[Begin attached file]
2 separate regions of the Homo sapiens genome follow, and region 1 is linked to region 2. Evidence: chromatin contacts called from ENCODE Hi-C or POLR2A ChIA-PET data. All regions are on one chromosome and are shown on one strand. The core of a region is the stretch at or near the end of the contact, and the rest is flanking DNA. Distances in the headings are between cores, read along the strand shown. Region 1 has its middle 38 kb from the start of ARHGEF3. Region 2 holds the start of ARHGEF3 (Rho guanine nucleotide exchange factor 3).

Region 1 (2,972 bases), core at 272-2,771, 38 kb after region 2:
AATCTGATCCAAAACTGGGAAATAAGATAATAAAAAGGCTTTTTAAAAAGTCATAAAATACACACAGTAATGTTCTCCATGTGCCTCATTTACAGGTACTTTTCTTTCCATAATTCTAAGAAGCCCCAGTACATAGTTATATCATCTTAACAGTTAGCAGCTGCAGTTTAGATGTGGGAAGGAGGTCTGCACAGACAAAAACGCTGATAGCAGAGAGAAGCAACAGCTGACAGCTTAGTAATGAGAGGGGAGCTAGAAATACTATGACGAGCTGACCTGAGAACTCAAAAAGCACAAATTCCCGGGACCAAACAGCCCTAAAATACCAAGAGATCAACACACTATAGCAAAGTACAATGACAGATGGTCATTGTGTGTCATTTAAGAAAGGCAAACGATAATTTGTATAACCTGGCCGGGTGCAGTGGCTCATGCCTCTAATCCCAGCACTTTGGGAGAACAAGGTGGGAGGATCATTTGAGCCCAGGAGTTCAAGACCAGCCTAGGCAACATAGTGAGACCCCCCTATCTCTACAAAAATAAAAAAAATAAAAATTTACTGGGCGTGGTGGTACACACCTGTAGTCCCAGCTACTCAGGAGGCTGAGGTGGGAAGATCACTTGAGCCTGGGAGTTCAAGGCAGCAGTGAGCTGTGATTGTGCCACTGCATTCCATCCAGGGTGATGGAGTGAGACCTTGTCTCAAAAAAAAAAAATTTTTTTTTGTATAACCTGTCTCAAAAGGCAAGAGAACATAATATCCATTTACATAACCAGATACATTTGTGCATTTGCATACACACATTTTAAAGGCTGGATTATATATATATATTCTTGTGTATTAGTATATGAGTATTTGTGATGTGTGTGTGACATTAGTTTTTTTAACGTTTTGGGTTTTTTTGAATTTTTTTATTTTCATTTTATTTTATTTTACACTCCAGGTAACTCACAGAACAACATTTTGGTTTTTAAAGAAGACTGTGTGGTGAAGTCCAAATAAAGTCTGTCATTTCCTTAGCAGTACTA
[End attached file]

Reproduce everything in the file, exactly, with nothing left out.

2 separate regions of the Homo sapiens genome follow, and region 1 is linked to region 2. Evidence: chromatin contacts called from ENCODE Hi-C or POLR2A ChIA-PET data. All regions are on one chromosome and are shown on one strand. The core of a region is the stretch at or near the end of the contact, and the rest is flanking DNA. Distances in the headings are between cores, read along the strand shown. Region 1 has its middle 38 kb from the start of ARHGEF3. Region 2 holds the start of ARHGEF3 (Rho guanine nucleotide exchange factor 3).

Region 1 (2,972 bases), core at 272-2,771, 38 kb after region 2:
AATCTGATCCAAAACTGGGAAATAAGATAATAAAAAGGCTTTTTAAAAAGTCATAAAATACACACAGTAATGTTCTCCATGTGCCTCATTTACAGGTACTTTTCTTTCCATAATTCTAAGAAGCCCCAGTACATAGTTATATCATCTTAACAGTTAGCAGCTGCAGTTTAGATGTGGGAAGGAGGTCTGCACAGACAAAAACGCTGATAGCAGAGAGAAGCAACAGCTGACAGCTTAGTAATGAGAGGGGAGCTAGAAATACTATGACGAGCTGACCTGAGAACTCAAAAAGCACAAATTCCCGGGACCAAACAGCCCTAAAATACCAAGAGATCAACACACTATAGCAAAGTACAATGACAGATGGTCATTGTGTGTCATTTAAGAAAGGCAAACGATAATTTGTATAACCTGGCCGGGTGCAGTGGCTCATGCCTCTAATCCCAGCACTTTGGGAGAACAAGGTGGGAGGATCATTTGAGCCCAGGAGTTCAAGACCAGCCTAGGCAACATAGTGAGACCCCCCTATCTCTACAAAAATAAAAAAAATAAAAATTTACTGGGCGTGGTGGTACACACCTGTAGTCCCAGCTACTCAGGAGGCTGAGGTGGGAAGATCACTTGAGCCTGGGAGTTCAAGGCAGCAGTGAGCTGTGATTGTGCCACTGCATTCCATCCAGGGTGATGGAGTGAGACCTTGTCTCAAAAAAAAAAAATTTTTTTTTGTATAACCTGTCTCAAAAGGCAAGAGAACATAATATCCATTTACATAACCAGATACATTTGTGCATTTGCATACACACATTTTAAAGGCTGGATTATATATATATATTCTTGTGTATTAGTATATGAGTATTTGTGATGTGTGTGTGACATTAGTTTTTTTAACGTTTTGGGTTTTTTTGAATTTTTTTATTTTCATTTTATTTTATTTTACACTCCAGGTAACTCACAGAACAACATTTTGGTTTTTAAAGAAGACTGTGTGGTGAAGTCCAAATAAAGTCTGTCATTTCCTTAGCAGTACTA